On first glance, the most remarkable aspect of Bush's State of the Union address last Tuesday night was that he managed to get through the whole thing with nary a stutter or bout of nervous giggling. Perhaps his unusual state of ease (emotionally and with the English language) was due to a decision on his part to accept his current situation and phone the whole thing in. Whatever you want to call it, it was probably one of the most successful public speaking appearances that Bushie-boy has made to date.
Also remarkable? That the entire speech seemed to have been written by the good people of General Electric. In fact, writer Tim Carney* notes that seven out of the nine pillars of GE's new feel-good environmental and energy initiative bearing the impossibly corny name of "Ecomagination" found their way into the energy policies Bush called on Congress to foster (read: "subsidize"). Mr. President started by asking for congressional action promoting "even greater use of clean-coal technology," solar, wind and nuclear power. Similarly, GE, Carney writes,
…has launched an ambitious partnership to build coal gasification power plants. Such plants are much more expensive (at least 20 percent according to industry experts) to operate than standard coal power plants, and become profitable only with subsidies or other government favors. Specifically, GE has figured out how to capture the carbon dioxide emissions from these plants, and now is lobbying on Capitol Hill for mandatory limits on CO2 emissions — thus driving demand for their costly coal plants.
GE Bush and GE also see eye to eye on the development of solar power and biofuels; but these technologies, Carney notes, are only profitable when they have the government assistance that, quite conveniently, the State of the Union asked for on Tuesday.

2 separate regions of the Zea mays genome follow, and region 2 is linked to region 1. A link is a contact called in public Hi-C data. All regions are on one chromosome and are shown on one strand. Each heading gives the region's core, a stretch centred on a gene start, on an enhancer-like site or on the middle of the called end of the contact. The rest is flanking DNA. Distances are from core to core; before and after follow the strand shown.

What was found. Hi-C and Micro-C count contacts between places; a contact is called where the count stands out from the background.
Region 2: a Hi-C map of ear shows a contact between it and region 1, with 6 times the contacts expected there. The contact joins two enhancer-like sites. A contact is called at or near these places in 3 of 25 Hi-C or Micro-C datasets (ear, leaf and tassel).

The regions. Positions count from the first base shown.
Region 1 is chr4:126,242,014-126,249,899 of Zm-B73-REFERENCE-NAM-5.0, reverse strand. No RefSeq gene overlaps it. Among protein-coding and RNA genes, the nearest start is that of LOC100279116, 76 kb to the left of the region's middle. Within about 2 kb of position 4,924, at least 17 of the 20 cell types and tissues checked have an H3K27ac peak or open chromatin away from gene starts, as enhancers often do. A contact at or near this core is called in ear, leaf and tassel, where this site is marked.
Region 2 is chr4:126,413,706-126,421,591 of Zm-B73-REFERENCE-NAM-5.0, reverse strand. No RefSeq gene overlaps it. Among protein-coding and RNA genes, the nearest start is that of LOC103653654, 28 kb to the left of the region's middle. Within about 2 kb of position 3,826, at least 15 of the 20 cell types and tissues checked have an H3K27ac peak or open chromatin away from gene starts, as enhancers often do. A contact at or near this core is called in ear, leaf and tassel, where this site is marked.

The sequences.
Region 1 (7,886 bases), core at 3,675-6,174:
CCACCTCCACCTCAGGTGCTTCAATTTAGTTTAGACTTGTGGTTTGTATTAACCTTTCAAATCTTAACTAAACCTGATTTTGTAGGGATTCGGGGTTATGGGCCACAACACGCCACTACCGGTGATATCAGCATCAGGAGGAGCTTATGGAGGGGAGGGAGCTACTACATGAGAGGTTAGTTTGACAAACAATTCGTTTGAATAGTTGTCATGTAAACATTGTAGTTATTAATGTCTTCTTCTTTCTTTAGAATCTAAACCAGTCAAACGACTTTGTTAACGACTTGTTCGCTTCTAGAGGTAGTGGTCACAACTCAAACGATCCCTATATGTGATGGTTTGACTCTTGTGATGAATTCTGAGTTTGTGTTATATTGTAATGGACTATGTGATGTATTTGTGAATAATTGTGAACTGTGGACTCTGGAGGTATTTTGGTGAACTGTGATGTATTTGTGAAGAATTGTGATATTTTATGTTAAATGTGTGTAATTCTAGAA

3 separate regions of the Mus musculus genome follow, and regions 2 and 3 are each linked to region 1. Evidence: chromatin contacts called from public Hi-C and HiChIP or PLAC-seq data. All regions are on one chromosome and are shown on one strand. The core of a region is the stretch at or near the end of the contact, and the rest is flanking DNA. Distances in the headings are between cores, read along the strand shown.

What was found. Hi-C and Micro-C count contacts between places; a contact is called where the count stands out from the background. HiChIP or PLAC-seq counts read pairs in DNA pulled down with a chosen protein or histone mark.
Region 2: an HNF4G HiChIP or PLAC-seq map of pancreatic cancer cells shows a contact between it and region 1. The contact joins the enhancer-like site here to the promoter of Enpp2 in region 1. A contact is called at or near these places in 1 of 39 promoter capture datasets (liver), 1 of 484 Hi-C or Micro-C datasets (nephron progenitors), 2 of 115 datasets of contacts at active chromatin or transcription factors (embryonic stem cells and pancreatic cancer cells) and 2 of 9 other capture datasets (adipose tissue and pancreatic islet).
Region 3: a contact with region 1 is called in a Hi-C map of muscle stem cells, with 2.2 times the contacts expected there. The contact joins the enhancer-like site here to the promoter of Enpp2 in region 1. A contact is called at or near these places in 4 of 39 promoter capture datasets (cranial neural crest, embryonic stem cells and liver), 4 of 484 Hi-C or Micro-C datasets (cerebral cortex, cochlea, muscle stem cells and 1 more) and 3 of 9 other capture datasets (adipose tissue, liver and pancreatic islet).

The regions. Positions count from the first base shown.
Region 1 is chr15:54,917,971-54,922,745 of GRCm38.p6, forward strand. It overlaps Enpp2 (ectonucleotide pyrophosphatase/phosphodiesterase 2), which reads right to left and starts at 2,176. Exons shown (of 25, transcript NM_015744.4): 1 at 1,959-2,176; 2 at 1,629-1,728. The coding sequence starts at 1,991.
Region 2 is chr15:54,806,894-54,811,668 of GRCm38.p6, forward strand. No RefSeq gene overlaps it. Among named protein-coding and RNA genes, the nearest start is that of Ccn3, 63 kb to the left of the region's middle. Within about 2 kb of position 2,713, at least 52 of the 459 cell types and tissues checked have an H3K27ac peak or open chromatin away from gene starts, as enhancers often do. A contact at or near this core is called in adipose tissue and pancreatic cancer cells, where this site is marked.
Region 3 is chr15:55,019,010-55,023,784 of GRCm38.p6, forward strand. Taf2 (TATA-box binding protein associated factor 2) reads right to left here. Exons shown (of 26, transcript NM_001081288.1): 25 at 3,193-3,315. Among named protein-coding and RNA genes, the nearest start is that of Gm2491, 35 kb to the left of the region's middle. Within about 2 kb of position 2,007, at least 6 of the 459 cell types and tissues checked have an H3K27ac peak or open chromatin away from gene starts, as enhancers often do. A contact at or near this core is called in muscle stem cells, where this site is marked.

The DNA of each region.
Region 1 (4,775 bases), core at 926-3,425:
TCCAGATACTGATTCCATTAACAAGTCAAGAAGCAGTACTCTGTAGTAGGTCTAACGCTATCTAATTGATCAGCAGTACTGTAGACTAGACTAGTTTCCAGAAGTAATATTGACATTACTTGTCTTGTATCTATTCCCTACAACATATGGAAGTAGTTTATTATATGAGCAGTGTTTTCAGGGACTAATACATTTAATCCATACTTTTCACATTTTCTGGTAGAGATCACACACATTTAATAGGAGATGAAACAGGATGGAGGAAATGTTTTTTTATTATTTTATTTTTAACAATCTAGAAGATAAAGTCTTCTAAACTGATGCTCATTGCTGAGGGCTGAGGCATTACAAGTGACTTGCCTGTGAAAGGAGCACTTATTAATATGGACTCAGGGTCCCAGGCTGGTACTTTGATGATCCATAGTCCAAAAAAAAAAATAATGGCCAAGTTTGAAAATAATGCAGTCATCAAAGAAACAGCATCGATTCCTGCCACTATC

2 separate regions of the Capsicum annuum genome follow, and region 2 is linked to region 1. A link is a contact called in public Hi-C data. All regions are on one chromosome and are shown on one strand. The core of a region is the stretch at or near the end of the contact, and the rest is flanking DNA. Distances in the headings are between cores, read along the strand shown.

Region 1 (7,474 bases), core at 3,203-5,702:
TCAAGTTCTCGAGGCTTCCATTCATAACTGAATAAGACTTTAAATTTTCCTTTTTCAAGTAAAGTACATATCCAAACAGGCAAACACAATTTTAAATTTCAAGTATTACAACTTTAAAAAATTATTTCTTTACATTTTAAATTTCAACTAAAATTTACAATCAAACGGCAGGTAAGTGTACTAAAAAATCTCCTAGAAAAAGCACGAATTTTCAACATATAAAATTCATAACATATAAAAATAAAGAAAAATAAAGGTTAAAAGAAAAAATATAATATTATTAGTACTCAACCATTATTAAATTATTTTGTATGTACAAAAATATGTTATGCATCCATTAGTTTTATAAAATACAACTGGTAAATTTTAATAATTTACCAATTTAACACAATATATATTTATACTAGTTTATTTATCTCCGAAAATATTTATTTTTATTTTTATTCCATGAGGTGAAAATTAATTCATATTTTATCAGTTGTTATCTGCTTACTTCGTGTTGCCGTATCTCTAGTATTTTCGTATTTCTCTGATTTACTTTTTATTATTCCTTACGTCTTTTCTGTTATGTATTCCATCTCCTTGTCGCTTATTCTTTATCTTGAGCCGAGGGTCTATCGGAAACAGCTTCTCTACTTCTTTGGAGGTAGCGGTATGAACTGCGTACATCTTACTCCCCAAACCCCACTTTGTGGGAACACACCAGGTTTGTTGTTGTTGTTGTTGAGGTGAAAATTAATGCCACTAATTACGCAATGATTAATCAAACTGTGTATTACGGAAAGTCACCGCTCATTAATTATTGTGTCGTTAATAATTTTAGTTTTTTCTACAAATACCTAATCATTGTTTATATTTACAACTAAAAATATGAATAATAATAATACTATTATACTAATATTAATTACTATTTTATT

The Dubya was probably ready to stop there but GE is a big company, and so he had to go on to call for "battery research for plug-in and hybrid vehicles," more "clean diesel" and biodiesel. What a happy coincidence that GE and General Motors just unveiled the Chevrolet Volt, a "next-generation hybrid vehicle that can go 40 miles each day on purely electric power," and can also—wait for it—run on biodiesel. And GE currently has a "clean diesel" train.
The cause-and-effect relationship between GE's investments, GE's lobbying and Washington's policies is probably a complex one. GE is also a famously flexible, diversified and dynamic business. If executives see that government policy is likely to move in a specific direction, GE can make sure it is there, waiting to profit from the policies when they arrive. This is probably a large
part of what drives initiatives such as Ecomagination.
But with its behemoth lobbying budget, after GE has bet on a policy—such as subsidies for windmills—GE can make sure those policies are, in fact, put in place and kept in place.
If Tuesday night was any indication, the state of GE is strong.
We knew Bush would be a "CEO President" but we didn't think that meant "Jeff Immelt."
*who has the distinct pleasure of being one of our fearless leader's
three young brothers, the author of "The Big Ripoff: How Big Business
and Big Government steal your money," and holds no stock in General
Electric nor the Bush Administration.
What’s good for General Electric [Examiner.com]